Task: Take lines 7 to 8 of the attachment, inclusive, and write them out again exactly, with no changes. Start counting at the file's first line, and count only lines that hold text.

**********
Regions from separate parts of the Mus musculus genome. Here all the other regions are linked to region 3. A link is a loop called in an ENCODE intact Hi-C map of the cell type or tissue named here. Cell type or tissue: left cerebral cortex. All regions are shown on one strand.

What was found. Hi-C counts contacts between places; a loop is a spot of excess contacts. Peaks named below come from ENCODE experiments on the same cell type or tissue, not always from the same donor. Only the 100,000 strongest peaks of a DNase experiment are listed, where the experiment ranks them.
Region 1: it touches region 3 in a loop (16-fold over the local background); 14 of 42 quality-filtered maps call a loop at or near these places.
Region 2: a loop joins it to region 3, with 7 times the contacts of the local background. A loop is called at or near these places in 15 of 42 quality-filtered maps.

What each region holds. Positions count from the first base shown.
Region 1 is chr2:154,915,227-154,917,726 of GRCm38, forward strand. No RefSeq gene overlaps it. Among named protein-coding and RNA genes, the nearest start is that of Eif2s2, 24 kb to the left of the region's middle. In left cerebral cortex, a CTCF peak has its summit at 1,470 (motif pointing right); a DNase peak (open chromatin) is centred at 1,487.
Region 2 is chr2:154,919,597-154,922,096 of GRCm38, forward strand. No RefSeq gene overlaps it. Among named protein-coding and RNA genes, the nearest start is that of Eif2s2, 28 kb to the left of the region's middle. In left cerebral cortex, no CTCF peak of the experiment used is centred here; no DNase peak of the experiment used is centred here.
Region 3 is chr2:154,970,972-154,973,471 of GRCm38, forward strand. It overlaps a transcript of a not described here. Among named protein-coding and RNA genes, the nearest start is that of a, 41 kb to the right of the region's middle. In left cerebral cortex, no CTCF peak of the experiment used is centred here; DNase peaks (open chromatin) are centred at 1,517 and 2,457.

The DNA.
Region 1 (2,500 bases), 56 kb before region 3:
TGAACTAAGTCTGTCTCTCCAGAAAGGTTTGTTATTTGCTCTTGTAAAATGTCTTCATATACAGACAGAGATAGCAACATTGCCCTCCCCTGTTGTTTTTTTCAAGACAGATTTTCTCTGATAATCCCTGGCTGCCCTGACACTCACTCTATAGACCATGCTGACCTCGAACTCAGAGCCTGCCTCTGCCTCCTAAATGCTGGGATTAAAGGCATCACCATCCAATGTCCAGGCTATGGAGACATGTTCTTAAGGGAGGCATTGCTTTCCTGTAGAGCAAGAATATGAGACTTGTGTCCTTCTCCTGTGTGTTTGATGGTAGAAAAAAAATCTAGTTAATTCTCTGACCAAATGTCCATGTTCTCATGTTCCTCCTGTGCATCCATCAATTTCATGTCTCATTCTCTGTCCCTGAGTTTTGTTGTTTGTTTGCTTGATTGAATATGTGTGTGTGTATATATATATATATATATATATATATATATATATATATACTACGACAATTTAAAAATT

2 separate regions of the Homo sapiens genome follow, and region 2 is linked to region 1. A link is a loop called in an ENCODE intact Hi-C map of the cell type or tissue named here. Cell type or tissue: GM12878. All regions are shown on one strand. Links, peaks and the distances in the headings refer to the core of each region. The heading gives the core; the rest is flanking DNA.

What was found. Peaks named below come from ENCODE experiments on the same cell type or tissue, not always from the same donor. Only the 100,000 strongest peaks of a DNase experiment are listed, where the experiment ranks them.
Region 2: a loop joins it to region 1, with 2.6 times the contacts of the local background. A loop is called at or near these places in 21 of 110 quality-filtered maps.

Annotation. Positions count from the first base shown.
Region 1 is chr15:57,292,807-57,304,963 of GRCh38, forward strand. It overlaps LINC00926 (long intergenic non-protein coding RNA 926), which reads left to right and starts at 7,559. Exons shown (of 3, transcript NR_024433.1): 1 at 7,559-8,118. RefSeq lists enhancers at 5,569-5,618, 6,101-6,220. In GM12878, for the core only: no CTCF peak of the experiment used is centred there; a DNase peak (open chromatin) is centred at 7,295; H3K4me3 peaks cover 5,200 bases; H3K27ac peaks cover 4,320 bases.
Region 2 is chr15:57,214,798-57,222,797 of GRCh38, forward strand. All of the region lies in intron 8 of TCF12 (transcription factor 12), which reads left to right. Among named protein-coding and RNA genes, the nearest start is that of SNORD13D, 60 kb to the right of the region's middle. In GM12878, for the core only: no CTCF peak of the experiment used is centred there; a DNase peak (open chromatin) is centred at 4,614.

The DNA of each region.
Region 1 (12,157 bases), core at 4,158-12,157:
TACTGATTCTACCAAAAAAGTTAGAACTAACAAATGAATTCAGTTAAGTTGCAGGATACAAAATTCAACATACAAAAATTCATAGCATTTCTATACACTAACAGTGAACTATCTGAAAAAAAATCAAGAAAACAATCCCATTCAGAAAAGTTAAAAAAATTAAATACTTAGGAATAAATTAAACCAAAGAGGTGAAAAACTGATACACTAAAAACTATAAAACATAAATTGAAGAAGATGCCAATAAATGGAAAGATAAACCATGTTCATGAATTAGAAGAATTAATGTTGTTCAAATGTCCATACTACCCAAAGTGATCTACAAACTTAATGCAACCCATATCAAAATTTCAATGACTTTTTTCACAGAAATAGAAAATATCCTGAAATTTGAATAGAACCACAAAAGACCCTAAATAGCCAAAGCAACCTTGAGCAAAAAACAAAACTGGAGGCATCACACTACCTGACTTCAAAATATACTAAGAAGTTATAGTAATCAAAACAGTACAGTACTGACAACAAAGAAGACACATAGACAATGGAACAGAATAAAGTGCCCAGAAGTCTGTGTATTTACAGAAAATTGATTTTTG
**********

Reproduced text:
Region 2 is chr2:154,919,597-154,922,096 of GRCm38, forward strand. No RefSeq gene overlaps it. Among named protein-coding and RNA genes, the nearest start is that of Eif2s2, 28 kb to the left of the region's middle. In left cerebral cortex, no CTCF peak of the experiment used is centred here; no DNase peak of the experiment used is centred here.
Region 3 is chr2:154,970,972-154,973,471 of GRCm38, forward strand. It overlaps a transcript of a not described here. Among named protein-coding and RNA genes, the nearest start is that of a, 41 kb to the right of the region's middle. In left cerebral cortex, no CTCF peak of the experiment used is centred here; DNase peaks (open chromatin) are centred at 1,517 and 2,457.